Gosling Greenhouse Dedication
From left: Henry Kock’s brother, John Cook; Philip Gosling; Kock’s niece, Patricia Cook; his father, Dick Kock; nephew, Daniel Cook; sister, Helen Rykens; and Susan Gosling.

A dedication ceremony was held Sept. 27 to name a new greenhouse in memory of one of the Arboretum’s best-known horticulturalists, Henry Kock, who died in 2005. Friends, family and colleagues gathered to remember the man whose legacy will live on in the plants that grow in the greenhouse bearing his name.

Philip and Susan Gosling of the Gosling Foundation donated $250,000 toward the greenhouse. Although such gifts to the University are usually named for the donors, the Goslings wanted to honour Kock, and the Henry Kock Propagation Centre was born.

“I am truly pleased that this much-needed and long-awaited greenhouse is now built and ready for growing,” said Philip Gosling. “The naming of the greenhouse gave the foundation the opportunity to remember Henry, and particularly, the important role he played in preserving native species, which always appealed to us.”

Kock’s sister, Helen Rykens, said his passion for nature began in his youth, when he would scatter the seeds of native plants to create natural gardens. He studied environmental horticulture at U of G, graduated in 1977 and joined the Arboretum in 1982 as a plant propagator, later becoming an interpretive horticulturalist.

Protecting American elm trees from the ravages of Dutch elm disease became Kock’s mission when he discovered that some trees appeared to be resistant to the disease. He established the Elm Recovery Project to create a seed orchard and cultivate disease-resistant trees.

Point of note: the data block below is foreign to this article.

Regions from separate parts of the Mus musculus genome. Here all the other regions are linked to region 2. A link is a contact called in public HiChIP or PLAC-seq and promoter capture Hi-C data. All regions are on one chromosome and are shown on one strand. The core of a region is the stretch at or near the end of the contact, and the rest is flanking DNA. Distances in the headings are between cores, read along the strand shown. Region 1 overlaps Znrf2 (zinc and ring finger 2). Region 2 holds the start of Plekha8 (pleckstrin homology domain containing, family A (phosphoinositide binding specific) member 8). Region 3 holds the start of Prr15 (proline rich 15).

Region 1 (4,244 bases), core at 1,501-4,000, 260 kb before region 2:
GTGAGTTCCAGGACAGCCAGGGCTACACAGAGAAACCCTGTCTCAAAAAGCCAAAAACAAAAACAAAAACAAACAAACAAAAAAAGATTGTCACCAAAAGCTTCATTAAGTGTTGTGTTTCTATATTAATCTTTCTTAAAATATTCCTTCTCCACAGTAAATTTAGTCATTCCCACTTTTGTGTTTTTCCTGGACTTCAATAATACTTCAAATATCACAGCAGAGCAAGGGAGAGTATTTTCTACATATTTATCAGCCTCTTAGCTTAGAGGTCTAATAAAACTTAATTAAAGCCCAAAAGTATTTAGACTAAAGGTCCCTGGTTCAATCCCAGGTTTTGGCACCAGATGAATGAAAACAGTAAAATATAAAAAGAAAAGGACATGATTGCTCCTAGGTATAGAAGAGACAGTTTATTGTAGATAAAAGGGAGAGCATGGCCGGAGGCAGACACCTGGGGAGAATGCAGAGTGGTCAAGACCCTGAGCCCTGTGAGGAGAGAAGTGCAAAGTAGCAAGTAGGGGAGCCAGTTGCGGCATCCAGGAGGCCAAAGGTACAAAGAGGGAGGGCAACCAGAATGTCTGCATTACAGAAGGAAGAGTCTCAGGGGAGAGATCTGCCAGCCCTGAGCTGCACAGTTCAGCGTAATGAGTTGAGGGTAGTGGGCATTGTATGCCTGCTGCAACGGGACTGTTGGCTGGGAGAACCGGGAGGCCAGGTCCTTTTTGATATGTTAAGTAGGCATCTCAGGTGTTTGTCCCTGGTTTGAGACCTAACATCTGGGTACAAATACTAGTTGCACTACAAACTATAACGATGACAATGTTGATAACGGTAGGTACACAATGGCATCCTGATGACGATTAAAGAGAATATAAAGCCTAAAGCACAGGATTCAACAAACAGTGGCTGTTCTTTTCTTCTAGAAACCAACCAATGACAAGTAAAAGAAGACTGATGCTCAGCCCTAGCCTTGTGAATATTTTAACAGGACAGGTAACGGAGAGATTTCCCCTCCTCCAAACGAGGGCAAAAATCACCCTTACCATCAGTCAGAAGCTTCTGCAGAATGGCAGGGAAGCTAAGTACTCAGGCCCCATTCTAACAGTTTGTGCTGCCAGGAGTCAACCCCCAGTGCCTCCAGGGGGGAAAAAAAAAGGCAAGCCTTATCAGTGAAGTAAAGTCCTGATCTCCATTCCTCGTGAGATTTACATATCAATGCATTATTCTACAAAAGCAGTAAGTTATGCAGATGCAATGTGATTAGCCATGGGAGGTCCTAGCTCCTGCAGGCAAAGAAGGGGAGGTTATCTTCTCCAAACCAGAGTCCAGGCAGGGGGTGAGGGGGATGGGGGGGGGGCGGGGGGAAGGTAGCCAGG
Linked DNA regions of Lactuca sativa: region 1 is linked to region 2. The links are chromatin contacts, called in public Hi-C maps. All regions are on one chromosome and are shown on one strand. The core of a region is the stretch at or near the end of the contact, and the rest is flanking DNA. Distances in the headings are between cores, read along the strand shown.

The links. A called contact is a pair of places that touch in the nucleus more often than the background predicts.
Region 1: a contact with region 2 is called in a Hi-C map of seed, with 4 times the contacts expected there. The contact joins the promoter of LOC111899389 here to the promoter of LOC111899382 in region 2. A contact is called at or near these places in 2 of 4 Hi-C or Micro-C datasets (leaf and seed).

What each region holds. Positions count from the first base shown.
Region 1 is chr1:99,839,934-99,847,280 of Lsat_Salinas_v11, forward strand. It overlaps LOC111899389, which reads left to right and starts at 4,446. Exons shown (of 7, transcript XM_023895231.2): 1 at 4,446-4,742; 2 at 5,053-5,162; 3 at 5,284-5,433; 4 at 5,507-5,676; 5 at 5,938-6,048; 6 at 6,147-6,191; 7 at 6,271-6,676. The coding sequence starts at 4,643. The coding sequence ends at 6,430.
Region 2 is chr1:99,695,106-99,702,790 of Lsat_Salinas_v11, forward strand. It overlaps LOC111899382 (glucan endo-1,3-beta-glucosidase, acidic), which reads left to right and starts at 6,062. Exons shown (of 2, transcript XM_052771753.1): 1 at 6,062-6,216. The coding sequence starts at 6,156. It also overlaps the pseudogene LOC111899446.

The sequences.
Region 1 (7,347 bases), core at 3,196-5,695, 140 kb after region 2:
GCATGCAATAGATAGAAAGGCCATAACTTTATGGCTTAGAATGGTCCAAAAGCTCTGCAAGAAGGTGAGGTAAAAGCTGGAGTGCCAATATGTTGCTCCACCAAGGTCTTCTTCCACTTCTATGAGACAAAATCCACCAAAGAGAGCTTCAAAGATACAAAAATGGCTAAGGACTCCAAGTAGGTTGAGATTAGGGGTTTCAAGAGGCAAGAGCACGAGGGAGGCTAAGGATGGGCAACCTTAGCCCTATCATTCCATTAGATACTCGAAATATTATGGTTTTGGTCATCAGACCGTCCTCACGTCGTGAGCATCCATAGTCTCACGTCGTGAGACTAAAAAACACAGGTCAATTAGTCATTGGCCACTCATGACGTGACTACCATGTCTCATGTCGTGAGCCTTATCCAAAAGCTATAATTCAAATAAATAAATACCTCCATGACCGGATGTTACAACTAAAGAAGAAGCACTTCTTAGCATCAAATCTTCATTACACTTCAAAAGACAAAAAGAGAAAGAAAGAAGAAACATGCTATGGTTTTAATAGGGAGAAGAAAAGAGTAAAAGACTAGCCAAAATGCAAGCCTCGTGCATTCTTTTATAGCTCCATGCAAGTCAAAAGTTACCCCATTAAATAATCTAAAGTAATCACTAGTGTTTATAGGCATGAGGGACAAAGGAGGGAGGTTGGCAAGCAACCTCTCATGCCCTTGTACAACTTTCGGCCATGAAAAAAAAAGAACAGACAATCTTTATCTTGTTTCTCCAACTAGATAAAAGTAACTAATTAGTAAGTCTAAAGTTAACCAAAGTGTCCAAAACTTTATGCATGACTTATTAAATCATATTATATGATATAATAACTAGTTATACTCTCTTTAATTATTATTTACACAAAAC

U of G president Alastair Summerlee said the project was Kock’s “most remarkable legacy,” adding that the greenhouse is one of many initiatives that will make the planet a better place to live as part of the University’s BetterPlanet Project.

“The greenhouse is the heart of the Arboretum,” added director Alan Watson. “This is where everything begins. This is where we grow plants from seeds; this is where we nurture them and move them out into the collections.”

Construction of the 3,600 square-foot facility coincided with the Arboretum’s 40th anniversary. The new greenhouse will provide educational, research and outreach opportunities for students, staff and faculty. The building features exterior walls made of corrugated plastic, a roof with vents that open and close, a shade/heat retention cloth and rain barrels.

Previously, the Goslings established the Arboretum’s popular Gosling Wildlife Gardens to teach the public how to transform their own backyards into wildlife habitats.